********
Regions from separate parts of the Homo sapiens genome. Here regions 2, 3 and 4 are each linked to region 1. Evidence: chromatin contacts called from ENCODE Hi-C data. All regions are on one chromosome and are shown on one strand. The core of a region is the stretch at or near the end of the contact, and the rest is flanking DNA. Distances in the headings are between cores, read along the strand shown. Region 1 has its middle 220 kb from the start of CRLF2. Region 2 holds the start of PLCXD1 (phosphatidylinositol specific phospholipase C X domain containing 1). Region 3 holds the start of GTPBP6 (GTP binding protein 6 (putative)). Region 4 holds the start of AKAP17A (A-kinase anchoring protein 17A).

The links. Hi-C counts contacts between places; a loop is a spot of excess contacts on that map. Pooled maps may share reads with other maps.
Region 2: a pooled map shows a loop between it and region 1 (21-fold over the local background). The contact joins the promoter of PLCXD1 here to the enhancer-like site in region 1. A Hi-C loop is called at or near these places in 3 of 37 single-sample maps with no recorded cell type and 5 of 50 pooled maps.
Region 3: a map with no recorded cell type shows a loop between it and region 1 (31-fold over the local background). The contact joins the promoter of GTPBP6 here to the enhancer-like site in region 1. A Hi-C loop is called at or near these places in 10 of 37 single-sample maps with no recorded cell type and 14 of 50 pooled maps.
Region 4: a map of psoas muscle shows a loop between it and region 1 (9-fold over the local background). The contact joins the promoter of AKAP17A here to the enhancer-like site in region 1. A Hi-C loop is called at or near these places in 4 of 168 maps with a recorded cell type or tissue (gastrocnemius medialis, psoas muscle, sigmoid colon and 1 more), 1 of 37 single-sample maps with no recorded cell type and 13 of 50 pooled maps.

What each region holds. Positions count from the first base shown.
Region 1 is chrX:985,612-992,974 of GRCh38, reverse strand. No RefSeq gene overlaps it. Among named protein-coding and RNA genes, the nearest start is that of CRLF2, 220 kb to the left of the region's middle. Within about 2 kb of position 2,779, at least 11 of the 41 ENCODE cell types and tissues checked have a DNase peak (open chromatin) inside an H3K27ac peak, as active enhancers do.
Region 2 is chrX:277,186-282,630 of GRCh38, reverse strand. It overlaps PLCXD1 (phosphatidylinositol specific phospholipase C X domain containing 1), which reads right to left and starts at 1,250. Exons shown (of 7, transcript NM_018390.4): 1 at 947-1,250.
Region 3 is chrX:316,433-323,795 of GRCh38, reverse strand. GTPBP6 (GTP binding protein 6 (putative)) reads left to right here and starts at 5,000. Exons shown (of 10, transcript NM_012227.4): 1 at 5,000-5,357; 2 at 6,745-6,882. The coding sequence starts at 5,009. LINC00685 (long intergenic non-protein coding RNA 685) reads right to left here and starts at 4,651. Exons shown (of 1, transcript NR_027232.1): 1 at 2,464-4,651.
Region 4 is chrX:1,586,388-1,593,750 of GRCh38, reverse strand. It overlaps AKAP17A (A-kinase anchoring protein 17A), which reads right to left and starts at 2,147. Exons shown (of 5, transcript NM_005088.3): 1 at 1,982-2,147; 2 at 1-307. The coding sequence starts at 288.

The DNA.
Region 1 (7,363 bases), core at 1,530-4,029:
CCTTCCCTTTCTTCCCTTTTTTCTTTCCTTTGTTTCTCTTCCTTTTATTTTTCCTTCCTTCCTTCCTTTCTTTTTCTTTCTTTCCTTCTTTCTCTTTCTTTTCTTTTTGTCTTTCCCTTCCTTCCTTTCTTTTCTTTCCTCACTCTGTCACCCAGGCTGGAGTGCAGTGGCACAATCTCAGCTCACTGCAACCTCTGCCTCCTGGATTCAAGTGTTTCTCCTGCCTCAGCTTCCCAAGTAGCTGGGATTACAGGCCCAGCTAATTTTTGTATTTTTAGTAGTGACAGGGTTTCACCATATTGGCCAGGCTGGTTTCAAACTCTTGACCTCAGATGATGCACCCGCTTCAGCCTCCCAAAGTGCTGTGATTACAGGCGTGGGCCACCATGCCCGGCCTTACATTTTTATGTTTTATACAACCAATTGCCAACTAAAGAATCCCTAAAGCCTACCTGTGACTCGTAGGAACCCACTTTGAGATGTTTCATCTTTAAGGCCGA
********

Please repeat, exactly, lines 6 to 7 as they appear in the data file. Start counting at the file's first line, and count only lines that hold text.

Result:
What each region holds. Positions count from the first base shown.
Region 1 is chrX:985,612-992,974 of GRCh38, reverse strand. No RefSeq gene overlaps it. Among named protein-coding and RNA genes, the nearest start is that of CRLF2, 220 kb to the left of the region's middle. Within about 2 kb of position 2,779, at least 11 of the 41 ENCODE cell types and tissues checked have a DNase peak (open chromatin) inside an H3K27ac peak, as active enhancers do.